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November 26, 2012 12:30 am
Red tape and out-of-date rules have prompted the number of UK companies offering ordinary employees Save As You Earn share option schemes to fall by 15 per cent in one year.
SAYE schemes allow employees to invest in the company they work for, at a discounted price. Nick Clegg, deputy prime minister has repeatedly called for increased employee share ownership, and has put forward ideas for a “John Lewis economy” in which staff will own stakes in the firms they work for.
But experts say SAYE schemes have floundered in recent years thanks to corporate cost-cutting and the removal of key incentives for employees to use the scheme by HM Revenue & Customs (HMRC).
UHY Hacker Young, the national accountancy group, has revealed that just 510 companies offered SAYE schemes to their employees in the 2010-11 tax year, down from 600 companies in 2009-10, and less than half the 1,110 companies that offered schemes in 2000-01.
“The government is supposed to be encouraging employee ownership, but these figures show one of the key avenues to employee ownership is rapidly withering,” said Roy Maugham, tax Partner at UHY Hacker Young.
“SAYE schemes have historically been one of the best ways to encourage employees to invest in their employer – they can make investments both cheap and financially rewarding.”
SAYE schemes allow employees to build up monthly savings over three, five, or seven years, usually via deductions from payroll after tax. After the savings period, they can withdraw the cash, or use it to buy shares in the company at a discounted price fixed at the start of the plan. The discount can be up to 20 per cent off the current share price.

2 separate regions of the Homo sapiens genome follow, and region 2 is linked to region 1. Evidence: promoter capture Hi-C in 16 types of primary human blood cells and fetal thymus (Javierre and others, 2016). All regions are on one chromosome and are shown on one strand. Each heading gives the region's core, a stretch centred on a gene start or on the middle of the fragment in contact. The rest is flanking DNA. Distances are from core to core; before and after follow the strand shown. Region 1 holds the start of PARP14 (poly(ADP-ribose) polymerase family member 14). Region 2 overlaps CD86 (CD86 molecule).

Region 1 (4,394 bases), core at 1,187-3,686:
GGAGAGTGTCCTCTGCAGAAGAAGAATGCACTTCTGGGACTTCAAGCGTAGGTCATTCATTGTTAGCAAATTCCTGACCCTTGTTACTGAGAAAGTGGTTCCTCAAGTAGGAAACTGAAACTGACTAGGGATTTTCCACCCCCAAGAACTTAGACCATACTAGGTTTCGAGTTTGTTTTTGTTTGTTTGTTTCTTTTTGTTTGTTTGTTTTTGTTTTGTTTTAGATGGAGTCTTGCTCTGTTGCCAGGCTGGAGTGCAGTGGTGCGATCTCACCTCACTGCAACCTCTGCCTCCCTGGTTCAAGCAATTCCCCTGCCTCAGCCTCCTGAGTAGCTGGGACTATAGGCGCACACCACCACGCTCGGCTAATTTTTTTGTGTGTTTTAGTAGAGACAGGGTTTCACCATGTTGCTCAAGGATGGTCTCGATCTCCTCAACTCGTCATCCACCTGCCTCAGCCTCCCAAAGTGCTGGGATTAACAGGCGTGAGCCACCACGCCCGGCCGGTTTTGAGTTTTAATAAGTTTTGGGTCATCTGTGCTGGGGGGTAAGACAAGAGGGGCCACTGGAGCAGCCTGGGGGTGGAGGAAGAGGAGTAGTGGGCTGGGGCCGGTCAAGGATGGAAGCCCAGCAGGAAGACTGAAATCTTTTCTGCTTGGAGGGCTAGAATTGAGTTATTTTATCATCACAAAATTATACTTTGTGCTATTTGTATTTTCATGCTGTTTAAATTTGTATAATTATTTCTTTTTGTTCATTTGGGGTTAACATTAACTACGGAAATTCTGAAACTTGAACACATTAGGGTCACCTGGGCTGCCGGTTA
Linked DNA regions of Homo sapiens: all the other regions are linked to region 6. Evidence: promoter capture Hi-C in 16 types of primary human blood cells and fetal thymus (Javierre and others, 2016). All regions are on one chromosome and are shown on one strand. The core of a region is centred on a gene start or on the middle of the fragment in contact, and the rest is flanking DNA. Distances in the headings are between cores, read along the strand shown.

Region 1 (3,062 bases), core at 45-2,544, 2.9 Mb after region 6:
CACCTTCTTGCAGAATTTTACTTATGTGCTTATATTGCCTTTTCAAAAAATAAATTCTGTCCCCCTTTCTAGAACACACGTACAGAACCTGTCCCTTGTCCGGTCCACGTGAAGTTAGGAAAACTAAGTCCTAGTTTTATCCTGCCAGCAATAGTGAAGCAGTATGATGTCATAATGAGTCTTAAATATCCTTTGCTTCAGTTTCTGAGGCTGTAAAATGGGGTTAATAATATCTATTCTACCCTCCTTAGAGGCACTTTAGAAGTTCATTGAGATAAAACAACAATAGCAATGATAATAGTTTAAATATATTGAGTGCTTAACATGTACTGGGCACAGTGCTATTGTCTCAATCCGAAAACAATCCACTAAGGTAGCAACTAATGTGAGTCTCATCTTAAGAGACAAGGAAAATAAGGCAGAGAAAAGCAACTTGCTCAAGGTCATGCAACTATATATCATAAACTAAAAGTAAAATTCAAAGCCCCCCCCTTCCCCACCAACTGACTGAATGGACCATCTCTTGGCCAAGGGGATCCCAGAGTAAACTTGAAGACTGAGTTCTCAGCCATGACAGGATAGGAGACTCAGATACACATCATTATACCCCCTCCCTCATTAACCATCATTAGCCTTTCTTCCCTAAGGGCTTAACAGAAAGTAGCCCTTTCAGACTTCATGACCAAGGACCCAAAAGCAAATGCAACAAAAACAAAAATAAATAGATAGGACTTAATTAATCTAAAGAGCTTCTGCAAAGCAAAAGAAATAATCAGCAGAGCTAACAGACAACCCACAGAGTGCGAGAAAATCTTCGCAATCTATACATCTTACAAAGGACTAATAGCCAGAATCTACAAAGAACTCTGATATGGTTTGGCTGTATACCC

However, HMRC has been quietly reducing the rate employees receive on money put into share-saving schemes for some time. It has cut the interest rate on seven-year share save schemes to 0 per cent, down from the previous 0.58 per cent. Five years ago, the interest rate for a three-year SAYE scheme was 4.23 per cent.
“These schemes are now too expensive for employers and not attractive enough for employees,” said Maugham. “Zero per cent interest rates mean employees lose a lot of their investment through inflation if share prices fall below the price they’ve agreed to pay for them.”
Experts say demand for SAYE schemes could be boosted if interest rates and the cap on monthly savings for employees were increased or if the discount available on shares was increased to protect share purchases against large falls in share values.
In support of this a number of MPs have signed an early day motion calling upon David Gauke, treasury minister, to increase the amount of money that employees can save in these HMRC-approved all-employee share plans. The monthly maximum SAYE savings limit of £250 per employee has not increased since 1991.
John Whiting, tax director for the Office of Tax Simplification which looked at these schemes in detail earlier this year, said these schemes can benefit employers and added that there is a real need for the government to “reinvigorate and support” SAYE plans.
“The simple question is are they worth it?” he said. “The answer is yes, and there is scope for a relaunch – one that focuses on making SAYE schemes more attractive, both to employers and employees.”
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